My favourite example is from the New Testament: The pharisees are consistently characterized as hypocrites. But, wait a sec - the pharisees were a group of maybe 2000-3000 people or so... can you honestly say that you believe that that many people were being hypocritical, and nothing but hypocritical, for all their life? While everybody else was superduper honest and good?

The answer is, of course, no. It's a piece of ideological hyperbole, of rhetoric.

Some pharisees sure acted like hypocrites in certain situations.

Just like everybody else. Just like I do. Just like you do.

The categorization of a group as hypocrites, or as "entitled", is simply wrong.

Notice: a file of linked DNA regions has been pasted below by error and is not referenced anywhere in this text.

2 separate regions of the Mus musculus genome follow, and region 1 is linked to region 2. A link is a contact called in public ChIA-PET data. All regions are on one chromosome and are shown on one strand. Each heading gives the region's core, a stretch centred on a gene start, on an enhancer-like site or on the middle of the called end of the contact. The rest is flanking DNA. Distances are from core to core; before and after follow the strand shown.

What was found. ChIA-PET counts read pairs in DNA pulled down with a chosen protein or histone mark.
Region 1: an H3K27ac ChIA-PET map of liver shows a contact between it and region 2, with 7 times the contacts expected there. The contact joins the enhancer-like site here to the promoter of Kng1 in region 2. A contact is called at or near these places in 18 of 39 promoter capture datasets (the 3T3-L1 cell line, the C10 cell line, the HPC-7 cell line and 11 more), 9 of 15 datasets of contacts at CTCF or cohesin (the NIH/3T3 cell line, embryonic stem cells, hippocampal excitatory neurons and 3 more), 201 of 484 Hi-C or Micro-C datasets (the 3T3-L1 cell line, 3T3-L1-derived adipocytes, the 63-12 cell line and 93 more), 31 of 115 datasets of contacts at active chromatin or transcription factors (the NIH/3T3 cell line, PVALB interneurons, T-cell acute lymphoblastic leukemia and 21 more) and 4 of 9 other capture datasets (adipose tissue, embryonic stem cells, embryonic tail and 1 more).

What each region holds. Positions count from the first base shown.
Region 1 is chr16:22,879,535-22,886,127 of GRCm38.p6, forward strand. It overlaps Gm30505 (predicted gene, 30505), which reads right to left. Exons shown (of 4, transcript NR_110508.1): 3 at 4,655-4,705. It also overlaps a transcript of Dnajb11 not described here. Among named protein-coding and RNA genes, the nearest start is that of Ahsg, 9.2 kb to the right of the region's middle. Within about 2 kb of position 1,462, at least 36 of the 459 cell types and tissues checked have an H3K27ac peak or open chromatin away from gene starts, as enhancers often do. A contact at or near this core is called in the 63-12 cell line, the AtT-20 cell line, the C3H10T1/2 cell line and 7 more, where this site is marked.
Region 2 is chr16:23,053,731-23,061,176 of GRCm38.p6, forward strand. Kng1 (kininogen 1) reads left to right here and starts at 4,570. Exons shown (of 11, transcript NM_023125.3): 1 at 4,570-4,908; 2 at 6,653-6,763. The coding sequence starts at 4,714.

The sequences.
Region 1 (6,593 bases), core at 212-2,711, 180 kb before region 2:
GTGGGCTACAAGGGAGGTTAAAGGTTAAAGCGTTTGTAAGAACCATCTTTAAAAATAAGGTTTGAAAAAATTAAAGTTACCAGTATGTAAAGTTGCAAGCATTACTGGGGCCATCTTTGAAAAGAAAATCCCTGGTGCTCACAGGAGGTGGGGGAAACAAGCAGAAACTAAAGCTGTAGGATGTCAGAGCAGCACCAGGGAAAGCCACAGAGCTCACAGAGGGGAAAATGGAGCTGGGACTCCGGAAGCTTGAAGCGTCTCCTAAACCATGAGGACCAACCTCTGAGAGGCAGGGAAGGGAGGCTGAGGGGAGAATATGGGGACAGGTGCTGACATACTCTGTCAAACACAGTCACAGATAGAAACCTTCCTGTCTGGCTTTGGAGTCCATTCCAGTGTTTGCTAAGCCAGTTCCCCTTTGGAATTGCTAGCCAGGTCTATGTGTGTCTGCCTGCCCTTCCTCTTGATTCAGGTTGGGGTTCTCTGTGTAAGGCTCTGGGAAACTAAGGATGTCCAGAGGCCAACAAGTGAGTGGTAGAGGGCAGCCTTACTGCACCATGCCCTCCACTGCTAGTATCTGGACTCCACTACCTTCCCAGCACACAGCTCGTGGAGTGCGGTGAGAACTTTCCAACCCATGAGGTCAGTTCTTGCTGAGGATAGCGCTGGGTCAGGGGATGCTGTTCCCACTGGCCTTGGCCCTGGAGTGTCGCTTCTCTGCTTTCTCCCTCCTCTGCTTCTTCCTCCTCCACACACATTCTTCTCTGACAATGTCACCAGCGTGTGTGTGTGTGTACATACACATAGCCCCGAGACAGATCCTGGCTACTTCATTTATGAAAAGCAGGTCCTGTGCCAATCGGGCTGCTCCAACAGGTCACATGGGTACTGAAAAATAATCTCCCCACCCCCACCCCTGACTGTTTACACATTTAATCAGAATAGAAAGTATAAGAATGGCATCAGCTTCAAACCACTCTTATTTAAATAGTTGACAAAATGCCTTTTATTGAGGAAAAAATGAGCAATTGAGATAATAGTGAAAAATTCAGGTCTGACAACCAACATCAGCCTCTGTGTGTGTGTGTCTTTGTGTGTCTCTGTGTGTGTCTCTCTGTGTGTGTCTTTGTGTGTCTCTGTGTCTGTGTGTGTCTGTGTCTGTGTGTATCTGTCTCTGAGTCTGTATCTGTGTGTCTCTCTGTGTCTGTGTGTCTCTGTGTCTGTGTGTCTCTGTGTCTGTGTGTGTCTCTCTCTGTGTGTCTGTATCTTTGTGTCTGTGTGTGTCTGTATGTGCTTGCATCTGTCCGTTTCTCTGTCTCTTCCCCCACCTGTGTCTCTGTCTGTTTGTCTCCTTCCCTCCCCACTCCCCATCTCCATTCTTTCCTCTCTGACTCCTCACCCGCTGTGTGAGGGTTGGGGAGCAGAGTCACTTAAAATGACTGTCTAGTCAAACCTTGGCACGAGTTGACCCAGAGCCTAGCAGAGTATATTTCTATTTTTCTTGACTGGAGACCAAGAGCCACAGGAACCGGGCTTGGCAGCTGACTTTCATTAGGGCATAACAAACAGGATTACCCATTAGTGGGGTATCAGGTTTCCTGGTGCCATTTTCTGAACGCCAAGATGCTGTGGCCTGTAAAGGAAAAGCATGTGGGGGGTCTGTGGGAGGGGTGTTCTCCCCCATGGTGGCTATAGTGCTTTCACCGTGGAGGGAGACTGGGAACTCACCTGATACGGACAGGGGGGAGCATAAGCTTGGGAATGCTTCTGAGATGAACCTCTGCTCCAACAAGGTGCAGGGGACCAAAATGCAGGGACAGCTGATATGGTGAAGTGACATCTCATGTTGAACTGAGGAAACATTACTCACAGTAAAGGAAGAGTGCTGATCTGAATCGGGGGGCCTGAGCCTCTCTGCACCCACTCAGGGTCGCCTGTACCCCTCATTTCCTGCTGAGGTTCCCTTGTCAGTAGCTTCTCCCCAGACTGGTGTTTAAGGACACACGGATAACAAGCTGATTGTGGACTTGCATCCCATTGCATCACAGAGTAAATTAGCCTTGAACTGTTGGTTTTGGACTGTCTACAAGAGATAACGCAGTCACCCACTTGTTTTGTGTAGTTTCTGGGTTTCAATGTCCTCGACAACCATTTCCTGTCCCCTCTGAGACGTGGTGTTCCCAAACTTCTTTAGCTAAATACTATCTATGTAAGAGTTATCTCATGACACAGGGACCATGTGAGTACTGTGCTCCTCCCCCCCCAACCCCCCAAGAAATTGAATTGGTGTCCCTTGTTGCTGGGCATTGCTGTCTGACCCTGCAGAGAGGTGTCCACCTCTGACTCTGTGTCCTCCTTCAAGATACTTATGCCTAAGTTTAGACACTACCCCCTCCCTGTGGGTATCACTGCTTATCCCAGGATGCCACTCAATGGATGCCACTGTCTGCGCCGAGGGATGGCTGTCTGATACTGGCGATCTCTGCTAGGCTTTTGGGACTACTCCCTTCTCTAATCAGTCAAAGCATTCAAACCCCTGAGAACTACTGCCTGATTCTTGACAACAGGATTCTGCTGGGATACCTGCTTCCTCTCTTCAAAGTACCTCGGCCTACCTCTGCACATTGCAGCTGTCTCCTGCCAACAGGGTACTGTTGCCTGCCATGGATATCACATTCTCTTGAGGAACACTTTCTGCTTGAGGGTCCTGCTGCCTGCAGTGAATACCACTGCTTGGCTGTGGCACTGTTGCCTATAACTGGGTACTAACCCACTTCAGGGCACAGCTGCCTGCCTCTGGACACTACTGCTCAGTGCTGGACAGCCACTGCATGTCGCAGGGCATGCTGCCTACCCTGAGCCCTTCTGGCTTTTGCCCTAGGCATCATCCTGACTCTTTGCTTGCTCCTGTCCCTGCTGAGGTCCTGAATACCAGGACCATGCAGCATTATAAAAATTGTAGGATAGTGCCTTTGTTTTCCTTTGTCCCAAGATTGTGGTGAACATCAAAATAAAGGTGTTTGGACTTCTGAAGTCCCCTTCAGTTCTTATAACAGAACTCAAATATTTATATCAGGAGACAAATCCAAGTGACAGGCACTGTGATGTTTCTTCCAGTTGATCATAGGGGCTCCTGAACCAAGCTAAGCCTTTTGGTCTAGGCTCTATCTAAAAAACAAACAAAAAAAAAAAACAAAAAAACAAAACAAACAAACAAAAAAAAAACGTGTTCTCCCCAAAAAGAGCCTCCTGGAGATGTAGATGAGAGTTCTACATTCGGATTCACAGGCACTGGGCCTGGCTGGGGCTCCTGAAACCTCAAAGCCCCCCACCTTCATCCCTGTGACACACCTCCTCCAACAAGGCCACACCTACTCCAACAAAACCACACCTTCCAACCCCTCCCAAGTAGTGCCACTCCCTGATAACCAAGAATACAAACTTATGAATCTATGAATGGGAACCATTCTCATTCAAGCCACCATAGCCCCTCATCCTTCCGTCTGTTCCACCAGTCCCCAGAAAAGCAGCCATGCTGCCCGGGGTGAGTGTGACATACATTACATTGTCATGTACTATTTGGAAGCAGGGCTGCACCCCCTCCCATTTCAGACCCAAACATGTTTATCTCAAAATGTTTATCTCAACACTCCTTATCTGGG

The categorization of a specific action as hypocritical is possibly correct, and can be productive.

Yet, we need group categorization for fast decisions, especially in semergency situations: "Can I trust this guy in uniform?" - "Should I run from this guy who looks like a drug addict?"

We do it more when we are emotionally upset. As long as there's no "clear and present danger", the right thing to do would be to let the emotions settle, and only then engage in thinking and decision-making.

We also do it out of sheer mindlessness, intellectual laziness. It takes effort to correct one's prejudice. It's work, actual, real, hard work, to get over it. And you can't ever say that you've finished your work. Never.

I suggest that we learn to be aware of our neat little categories, and whenever we meat someone from one of those groups, allow them the chance to prove us wrong.